Obama calls for ‘turning up the pressure’ on Iran
U.S. President Barack Obama said Friday that "all evidence indicates" Iran is pursuing the capacity to develop nuclear weapons, but he expressed confidence that the United States could muster broad international support for a new round of U.N. sanctions designed to curtail Tehran’s atomic ambitions. The remarks follow an hour-long phone discussion Obama held late ...
U.S. President Barack Obama said Friday that "all evidence indicates" Iran is pursuing the capacity to develop nuclear weapons, but he expressed confidence that the United States could muster broad international support for a new round of U.N. sanctions designed to curtail Tehran's atomic ambitions.
U.S. President Barack Obama said Friday that "all evidence indicates" Iran is pursuing the capacity to develop nuclear weapons, but he expressed confidence that the United States could muster broad international support for a new round of U.N. sanctions designed to curtail Tehran’s atomic ambitions.
The remarks follow an hour-long phone discussion Obama held late Thursday with Chinese President Hu Jintao, who will travel to Washington to participate in a nuclear security summit from April 12 to 13. "President Obama underscored the importance of working together to ensure that Iran lives up to its international obligations," according to a White House readout of the meeting.
China, which has resisted American calls for U.N. sanctions for several months, agreed this week for the first time to begin discussions at the United Nations on possible Iran sanctions resolutions, according to U.S. and Europeans diplomats. But U.N. diplomats in New York cautioned that they expect protracted negotiations with China over the substance of the sanctions resolution.
"I think the idea here is to keep on turning up the pressure. The regime has become more isolated since I came into office," Obama said in an interview Friday with CBS’s Early Show. "We’re going to continue to ratchet up the pressure and examine how they respond. But we’re going to do so with a unified international community that puts us in a much stronger position."
Obama said the emergence of Iran as a nuclear weapons power would create "huge destabilizing effects in the region and will trigger an arms race in the Middle East that is bad for U.S. national security but is also bad for the entire world." He said it would also harm Iran’s political standing in the world.
"Part of the reason that we reached out to them was to say, ‘You’ve got a path. You can take a path that allows you to rejoin the international community, or you can take a path of developing nuclear-weapons capacity that further isolates you.’ And now we’re seeing them further isolated. Over time, that is going to have an effect on their economy."
China, which has deepened its commercial ties with Iran, has opposed efforts for months to apply economic pressure on Tehran. Its pledge to discuss sanctions this week underscored the importance Beijing places in maintaining good ties with the United States.
It also signaled Beijing’s willingness to move beyond an acrimonious dispute with Washington over a range of issues, including U.S. arms sales to Taiwan, President Obama’s meeting with the Dalai Lama, and differences over currency rates. "China has agreed to sit down and begin serious negotiations here in New York" with other permanent members of the U.N. Security Council and Germany, Rice told CNN Thursday. "We’re gratified that … now we’re going to get down to the nuts and bolts of negotiations."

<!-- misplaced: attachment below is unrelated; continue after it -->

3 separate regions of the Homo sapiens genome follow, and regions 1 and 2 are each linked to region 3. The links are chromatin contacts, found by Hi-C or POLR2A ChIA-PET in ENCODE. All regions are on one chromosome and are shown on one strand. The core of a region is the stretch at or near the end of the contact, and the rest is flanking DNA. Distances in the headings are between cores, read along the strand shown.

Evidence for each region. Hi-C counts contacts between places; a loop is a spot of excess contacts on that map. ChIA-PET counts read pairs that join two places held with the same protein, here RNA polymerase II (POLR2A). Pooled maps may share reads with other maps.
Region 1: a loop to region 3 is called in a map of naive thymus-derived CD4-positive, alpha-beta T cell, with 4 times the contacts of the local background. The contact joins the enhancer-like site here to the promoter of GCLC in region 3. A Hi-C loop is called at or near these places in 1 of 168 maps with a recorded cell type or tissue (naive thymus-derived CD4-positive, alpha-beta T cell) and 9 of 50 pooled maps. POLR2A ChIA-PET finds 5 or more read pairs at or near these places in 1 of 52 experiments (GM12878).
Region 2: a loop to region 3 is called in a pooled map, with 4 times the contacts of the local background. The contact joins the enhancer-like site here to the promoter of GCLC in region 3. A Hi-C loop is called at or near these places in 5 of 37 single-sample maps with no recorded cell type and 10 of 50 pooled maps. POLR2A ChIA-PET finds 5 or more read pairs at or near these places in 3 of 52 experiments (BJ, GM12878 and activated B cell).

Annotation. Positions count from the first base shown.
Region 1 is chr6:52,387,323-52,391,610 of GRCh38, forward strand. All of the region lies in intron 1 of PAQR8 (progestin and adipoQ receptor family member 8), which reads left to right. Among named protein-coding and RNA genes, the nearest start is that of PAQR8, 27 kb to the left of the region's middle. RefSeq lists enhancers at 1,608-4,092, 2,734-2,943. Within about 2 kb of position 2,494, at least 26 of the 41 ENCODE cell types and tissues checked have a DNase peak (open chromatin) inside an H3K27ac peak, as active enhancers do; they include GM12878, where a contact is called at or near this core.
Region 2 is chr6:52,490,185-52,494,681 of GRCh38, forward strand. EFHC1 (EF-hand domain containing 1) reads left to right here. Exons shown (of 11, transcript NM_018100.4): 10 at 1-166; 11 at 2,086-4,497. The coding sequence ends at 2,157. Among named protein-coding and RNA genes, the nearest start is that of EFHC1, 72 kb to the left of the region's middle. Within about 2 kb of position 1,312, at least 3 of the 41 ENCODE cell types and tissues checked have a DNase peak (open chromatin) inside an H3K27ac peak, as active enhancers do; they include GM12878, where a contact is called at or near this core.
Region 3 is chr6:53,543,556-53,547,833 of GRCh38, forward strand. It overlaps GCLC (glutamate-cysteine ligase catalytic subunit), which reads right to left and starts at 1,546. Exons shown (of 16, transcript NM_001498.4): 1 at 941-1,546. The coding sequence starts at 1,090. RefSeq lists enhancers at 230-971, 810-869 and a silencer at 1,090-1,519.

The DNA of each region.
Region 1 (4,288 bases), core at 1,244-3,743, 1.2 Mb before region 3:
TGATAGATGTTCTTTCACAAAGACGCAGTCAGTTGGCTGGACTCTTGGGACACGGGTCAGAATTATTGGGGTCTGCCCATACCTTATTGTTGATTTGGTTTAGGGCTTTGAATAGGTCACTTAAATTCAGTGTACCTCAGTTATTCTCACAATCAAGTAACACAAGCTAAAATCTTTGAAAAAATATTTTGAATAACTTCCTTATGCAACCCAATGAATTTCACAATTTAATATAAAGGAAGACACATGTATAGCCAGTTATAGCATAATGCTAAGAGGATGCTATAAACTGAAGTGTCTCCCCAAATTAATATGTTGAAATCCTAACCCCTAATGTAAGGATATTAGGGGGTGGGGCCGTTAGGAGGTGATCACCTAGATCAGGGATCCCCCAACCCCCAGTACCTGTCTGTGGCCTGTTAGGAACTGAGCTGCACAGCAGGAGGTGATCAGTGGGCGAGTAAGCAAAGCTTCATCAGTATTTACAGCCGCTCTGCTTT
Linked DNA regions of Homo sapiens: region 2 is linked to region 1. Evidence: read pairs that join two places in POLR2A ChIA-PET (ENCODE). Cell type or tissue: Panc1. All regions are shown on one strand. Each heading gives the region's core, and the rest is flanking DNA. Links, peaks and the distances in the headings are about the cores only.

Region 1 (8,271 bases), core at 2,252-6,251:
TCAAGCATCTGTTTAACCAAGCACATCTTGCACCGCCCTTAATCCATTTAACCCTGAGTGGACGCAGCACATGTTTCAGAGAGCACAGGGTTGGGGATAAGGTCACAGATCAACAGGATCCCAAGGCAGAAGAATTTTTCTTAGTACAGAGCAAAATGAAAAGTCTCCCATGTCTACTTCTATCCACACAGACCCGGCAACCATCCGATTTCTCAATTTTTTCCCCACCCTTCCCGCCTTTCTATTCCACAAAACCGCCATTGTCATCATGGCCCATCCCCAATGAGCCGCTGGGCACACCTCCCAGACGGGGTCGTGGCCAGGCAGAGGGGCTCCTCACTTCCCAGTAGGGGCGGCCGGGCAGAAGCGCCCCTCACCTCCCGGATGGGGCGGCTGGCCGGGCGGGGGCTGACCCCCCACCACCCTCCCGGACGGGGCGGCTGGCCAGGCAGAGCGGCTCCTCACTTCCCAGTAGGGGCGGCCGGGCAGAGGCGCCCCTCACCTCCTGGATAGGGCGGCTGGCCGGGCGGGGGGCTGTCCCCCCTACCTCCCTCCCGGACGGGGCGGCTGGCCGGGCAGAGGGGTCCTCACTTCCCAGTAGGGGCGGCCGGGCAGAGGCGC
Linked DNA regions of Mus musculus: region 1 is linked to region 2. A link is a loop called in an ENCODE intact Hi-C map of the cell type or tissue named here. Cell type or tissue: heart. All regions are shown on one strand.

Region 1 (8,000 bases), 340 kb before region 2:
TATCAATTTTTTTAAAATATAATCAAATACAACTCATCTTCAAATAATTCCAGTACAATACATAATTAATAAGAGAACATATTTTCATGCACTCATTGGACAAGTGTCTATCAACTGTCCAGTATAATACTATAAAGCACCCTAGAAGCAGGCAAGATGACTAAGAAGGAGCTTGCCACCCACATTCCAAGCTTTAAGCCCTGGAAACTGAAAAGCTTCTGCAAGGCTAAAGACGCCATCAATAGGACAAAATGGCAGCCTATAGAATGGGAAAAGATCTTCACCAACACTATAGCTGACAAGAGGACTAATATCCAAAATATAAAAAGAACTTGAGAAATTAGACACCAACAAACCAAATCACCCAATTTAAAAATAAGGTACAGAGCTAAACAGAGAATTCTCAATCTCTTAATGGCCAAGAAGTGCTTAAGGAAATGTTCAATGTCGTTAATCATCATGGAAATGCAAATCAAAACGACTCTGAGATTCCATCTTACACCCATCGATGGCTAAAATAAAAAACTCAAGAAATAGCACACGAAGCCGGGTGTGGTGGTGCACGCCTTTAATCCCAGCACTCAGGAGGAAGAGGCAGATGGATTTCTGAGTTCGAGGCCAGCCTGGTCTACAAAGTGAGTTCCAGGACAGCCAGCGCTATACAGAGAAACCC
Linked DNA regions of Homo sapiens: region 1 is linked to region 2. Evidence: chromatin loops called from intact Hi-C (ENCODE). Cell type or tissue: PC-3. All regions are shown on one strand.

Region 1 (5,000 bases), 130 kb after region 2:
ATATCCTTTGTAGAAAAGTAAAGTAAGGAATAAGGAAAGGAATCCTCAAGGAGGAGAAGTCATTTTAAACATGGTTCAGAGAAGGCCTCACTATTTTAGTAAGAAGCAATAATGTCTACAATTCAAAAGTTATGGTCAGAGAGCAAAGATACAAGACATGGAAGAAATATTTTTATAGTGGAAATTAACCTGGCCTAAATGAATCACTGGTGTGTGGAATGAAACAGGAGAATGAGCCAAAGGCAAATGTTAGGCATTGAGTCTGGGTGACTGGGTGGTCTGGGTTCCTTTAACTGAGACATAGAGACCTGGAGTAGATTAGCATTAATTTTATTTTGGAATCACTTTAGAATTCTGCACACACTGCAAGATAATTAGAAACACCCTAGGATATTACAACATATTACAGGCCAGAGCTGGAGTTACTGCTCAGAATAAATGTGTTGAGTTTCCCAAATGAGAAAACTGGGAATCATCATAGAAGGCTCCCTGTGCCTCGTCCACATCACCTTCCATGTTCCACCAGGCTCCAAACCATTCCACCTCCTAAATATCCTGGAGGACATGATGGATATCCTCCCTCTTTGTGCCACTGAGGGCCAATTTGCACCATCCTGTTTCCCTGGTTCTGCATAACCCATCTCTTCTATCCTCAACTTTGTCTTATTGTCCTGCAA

The United States, Britain, France. and Germany have been pressing China and Russia to begin formal discussions on elements of new sanctions resolution as early as next week. But Chinese officials have yet to agree to a date for such talks. And Chinese officials continue to insist publicly that they still prefer to resolve the nuclear standoff through diplomatic means, not economic sanctions.
The U.N.’s key powers are pursuing a dual-track policy towards Iran, including an offer of economic and diplomatic incentives to Iran if it allows greater scrutiny of its nuclear energy program or the threat of U.N. sanctions if it refuses.
The Security Council, including China, has already adopted three rounds of sanctions against Iran to compel it to halt its enrichment of uranium.
But Iran has refused to comply, insisting that it needs to produce uranium to fuel a peaceful nuclear energy program. In February, the International Atomic Energy Agency reported that Iran had "not provided the necessary cooperation" required to allow the Vienna-based organization to confirm that its nuclear activities are peaceful.
To head off sanctions, China and Russia have pressed Tehran to accept a big-power proposal to swap its enriched uranium for a foreign supply of nuclear fuel — possibly from France, Russia, or Turkey — for its medical research reactor. The proposal, which is backed by the United States, would ensure that Iran does not develop the capacity to process weapons-grade uranium.
In Beijing, Iran’s nuclear negotiator, Saeed Jalili, met Friday with top Chinese officials, including China’s foreign minister, Yang Jiechi, to discuss the nuclear standoff. But U.N. diplomats said that Tehran has rebuffed previous requests by China to accept the fuel swap.
Colum Lynch was a staff writer at Foreign Policy between 2010 and 2022. Twitter: @columlynch
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